South Korean President Moon Jae-in and North Korean Workers’ Party Chairman Kim Jong-un held talks on April 27 at Panmunjom, the truce village straddling the Military Demarcation Line where the 1953 Korean Armistice Agreement was signed.
The two signed a joint statement called the Panmunjom Declaration at the close of the summit talks, in which they “confirmed the common goal of realizing, through complete denuclearization, a nuclear-free Korean Peninsula.”
The leaders of the two Korea also agreed to forge ahead with negotiations to turn the 1953 armistice into a peace treaty and to declare an end to the Korean War by the end of the year.
While the inter-Korean summit was orchestrated to fully accentuate the image of reconciliation, as shown by such scenes as Moon and Kim walking hand in hand, it would be a terrible mistake to assume the Moon-Kim talks signify a major advance toward denuclearization of the North in real terms.
Continue to Apply Pressure on North Korea
Regarding the joint North-South declaration, Prime Minister Shinzo Abe praised it as “a forward-looking move,” but he did not forget to point out that Japan strongly hopes to see North Korea to “take concrete actions” toward denuclearization. This is only reasonable.
Kim’s behavior this time can hardly be said to have marked significant progress compared to the outcome of the Beijing-Pyongyang summit late in March. There is also nothing new in the reference to denuclearization of the Korean Peninsula in the summit of the Koreas. Cool heads will objectively note that the Panmunjom Declaration has fallen short of identifying any concrete measures toward the North abandoning its nuclear weapons.
In the latest Japan-United States summit in Florida April 17-18, Prime Minister Abe and U.S. President Donald Trump reconfirmed their policy of demanding that North Korea abandon all weapons of mass destruction—including nuclear, biological, and chemical arms—as well as all kinds of ballistic missiles. It is highly questionable whether the concept of denuclearization referred to in the joint declaration is compatible with this requirement.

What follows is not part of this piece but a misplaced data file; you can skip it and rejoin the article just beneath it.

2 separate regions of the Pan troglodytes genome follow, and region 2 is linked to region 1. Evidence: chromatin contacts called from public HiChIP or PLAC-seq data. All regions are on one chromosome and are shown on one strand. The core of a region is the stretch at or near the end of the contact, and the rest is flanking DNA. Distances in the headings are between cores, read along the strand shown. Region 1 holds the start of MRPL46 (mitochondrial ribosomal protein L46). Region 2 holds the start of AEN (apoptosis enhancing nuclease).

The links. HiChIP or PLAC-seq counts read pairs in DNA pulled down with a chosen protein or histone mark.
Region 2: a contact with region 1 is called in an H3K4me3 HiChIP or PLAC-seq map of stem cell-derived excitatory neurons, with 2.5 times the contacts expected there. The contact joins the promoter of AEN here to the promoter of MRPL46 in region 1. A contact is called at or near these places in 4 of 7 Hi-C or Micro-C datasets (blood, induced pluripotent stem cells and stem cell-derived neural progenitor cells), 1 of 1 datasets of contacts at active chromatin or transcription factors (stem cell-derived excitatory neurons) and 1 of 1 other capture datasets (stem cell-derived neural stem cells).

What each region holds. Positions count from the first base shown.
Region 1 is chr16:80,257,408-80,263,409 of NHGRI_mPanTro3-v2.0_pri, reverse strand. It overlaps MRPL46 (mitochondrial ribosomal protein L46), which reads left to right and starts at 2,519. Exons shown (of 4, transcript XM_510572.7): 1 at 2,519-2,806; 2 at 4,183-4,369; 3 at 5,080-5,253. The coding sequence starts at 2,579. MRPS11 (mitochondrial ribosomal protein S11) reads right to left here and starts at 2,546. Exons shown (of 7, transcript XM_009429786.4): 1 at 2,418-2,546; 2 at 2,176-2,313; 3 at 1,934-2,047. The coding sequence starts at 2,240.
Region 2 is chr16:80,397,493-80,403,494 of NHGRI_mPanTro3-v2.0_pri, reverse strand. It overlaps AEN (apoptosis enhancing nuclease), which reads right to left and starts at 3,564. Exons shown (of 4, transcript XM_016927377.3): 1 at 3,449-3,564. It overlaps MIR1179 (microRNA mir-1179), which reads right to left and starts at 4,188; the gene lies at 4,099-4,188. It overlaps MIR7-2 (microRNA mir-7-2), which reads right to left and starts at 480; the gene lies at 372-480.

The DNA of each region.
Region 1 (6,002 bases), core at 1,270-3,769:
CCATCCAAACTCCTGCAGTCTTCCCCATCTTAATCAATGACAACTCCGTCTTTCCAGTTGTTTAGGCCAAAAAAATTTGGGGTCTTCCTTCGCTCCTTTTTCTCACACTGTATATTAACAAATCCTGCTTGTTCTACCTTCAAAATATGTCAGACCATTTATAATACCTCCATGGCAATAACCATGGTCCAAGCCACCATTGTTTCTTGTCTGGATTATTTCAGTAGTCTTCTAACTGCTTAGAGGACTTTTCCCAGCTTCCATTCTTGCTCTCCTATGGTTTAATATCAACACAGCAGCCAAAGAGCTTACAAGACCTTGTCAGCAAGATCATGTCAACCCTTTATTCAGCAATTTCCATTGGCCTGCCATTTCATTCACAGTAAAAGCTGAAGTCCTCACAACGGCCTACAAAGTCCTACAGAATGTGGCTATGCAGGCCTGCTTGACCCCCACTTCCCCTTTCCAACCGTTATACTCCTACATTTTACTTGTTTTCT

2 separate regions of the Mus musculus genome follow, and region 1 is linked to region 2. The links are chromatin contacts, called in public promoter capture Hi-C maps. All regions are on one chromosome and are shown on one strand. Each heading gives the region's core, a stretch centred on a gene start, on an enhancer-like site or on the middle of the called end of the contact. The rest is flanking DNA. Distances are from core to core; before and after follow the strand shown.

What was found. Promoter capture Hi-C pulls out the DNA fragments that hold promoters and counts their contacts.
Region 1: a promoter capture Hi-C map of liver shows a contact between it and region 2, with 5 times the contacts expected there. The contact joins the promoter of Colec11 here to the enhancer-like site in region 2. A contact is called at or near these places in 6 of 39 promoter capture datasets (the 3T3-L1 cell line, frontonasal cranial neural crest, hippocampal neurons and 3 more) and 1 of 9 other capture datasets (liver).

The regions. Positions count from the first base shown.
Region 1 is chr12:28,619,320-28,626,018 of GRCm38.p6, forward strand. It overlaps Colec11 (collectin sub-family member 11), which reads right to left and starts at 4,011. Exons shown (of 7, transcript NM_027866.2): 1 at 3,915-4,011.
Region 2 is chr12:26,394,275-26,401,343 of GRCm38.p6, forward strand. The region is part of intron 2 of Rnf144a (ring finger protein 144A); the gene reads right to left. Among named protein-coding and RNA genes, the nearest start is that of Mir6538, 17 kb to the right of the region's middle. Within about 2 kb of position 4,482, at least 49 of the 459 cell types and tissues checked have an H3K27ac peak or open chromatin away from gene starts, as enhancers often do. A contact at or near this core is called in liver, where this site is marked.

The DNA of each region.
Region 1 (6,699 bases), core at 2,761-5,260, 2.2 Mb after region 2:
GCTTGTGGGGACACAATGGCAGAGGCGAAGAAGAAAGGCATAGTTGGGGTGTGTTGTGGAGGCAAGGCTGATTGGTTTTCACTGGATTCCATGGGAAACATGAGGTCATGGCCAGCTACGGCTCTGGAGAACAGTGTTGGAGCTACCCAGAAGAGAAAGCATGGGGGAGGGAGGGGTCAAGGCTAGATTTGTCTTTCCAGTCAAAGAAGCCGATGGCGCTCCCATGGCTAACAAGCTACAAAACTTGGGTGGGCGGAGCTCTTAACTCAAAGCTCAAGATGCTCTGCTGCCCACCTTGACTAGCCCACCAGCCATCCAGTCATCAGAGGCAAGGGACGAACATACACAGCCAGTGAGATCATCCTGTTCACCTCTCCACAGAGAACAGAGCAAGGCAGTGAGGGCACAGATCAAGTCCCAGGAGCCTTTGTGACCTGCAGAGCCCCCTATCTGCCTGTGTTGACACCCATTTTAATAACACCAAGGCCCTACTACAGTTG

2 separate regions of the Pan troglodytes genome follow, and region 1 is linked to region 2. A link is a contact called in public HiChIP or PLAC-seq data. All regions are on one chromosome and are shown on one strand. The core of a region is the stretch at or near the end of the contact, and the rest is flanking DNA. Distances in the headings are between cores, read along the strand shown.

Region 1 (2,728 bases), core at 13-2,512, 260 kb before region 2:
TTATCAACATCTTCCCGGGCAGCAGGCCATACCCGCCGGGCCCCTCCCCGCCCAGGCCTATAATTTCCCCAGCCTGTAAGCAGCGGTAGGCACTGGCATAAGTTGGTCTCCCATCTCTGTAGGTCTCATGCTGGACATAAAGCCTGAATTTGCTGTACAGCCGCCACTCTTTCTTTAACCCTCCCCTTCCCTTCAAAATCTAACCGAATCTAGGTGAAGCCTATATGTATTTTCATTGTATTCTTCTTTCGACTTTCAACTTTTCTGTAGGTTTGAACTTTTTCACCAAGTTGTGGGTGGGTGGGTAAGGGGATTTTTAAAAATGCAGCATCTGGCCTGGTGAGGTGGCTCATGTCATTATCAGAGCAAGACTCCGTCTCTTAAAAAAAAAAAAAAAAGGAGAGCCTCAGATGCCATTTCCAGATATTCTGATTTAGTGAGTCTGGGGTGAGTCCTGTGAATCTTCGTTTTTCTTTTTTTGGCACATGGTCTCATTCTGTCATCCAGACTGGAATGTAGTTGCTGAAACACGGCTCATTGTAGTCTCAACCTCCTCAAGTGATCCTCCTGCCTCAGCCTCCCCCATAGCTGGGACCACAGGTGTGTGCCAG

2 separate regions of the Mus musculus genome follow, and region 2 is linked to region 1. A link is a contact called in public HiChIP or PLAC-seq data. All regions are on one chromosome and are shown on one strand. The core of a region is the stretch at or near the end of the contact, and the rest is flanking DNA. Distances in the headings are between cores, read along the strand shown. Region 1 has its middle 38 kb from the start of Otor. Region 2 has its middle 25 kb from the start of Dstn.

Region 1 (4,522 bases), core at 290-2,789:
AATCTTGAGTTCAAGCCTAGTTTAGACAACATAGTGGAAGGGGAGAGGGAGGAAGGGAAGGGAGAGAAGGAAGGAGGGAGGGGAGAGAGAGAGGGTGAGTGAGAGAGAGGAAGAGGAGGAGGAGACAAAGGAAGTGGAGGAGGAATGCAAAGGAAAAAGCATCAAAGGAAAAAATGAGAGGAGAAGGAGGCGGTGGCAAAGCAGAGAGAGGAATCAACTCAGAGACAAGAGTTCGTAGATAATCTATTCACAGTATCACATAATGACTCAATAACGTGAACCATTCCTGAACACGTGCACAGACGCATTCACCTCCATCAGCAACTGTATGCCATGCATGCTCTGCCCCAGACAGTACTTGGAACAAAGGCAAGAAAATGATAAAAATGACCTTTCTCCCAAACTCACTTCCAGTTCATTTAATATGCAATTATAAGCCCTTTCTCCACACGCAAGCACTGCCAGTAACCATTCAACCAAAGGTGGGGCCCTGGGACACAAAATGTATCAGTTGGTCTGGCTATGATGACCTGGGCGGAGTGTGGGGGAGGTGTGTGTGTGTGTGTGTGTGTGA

Success or failure of the task of making North Korea give up its nuclear weapons, missiles, and other war potentials now hinges on a summit meeting between the United States and North Korea scheduled to take place by early June.
The Moon-Kim talks this time indicate the great significance of the planned U.S.-North Korea summit.
What has remained unchanged for Japan and the rest of the international community is the need to continue to apply “maximum pressure” on the North so that President Trump can go into the planned summit with potent negotiating power.
The scenes of Moon and Kim talking face-to-face, both all smiles, brought on a feeling of strangeness. That might be due to their manner of cheerful diplomatic courtesy as much as their hopes for ending the division of the Korean peninsula.
It cannot be forgotten, however, that North Korea abducted a large number of foreigners, including Japanese citizens, and has continued to abuse domestic political prisoners.
Moreover, Kim had his once powerful uncle Chang Song Thaek executed after being purged for “acts of treachery” in 2013, and his half-brother Kim Jong Nam assassinated with chemical weapons in 2017. Yet, South Korean President Moon treated him as if nothing extraordinary had occurred.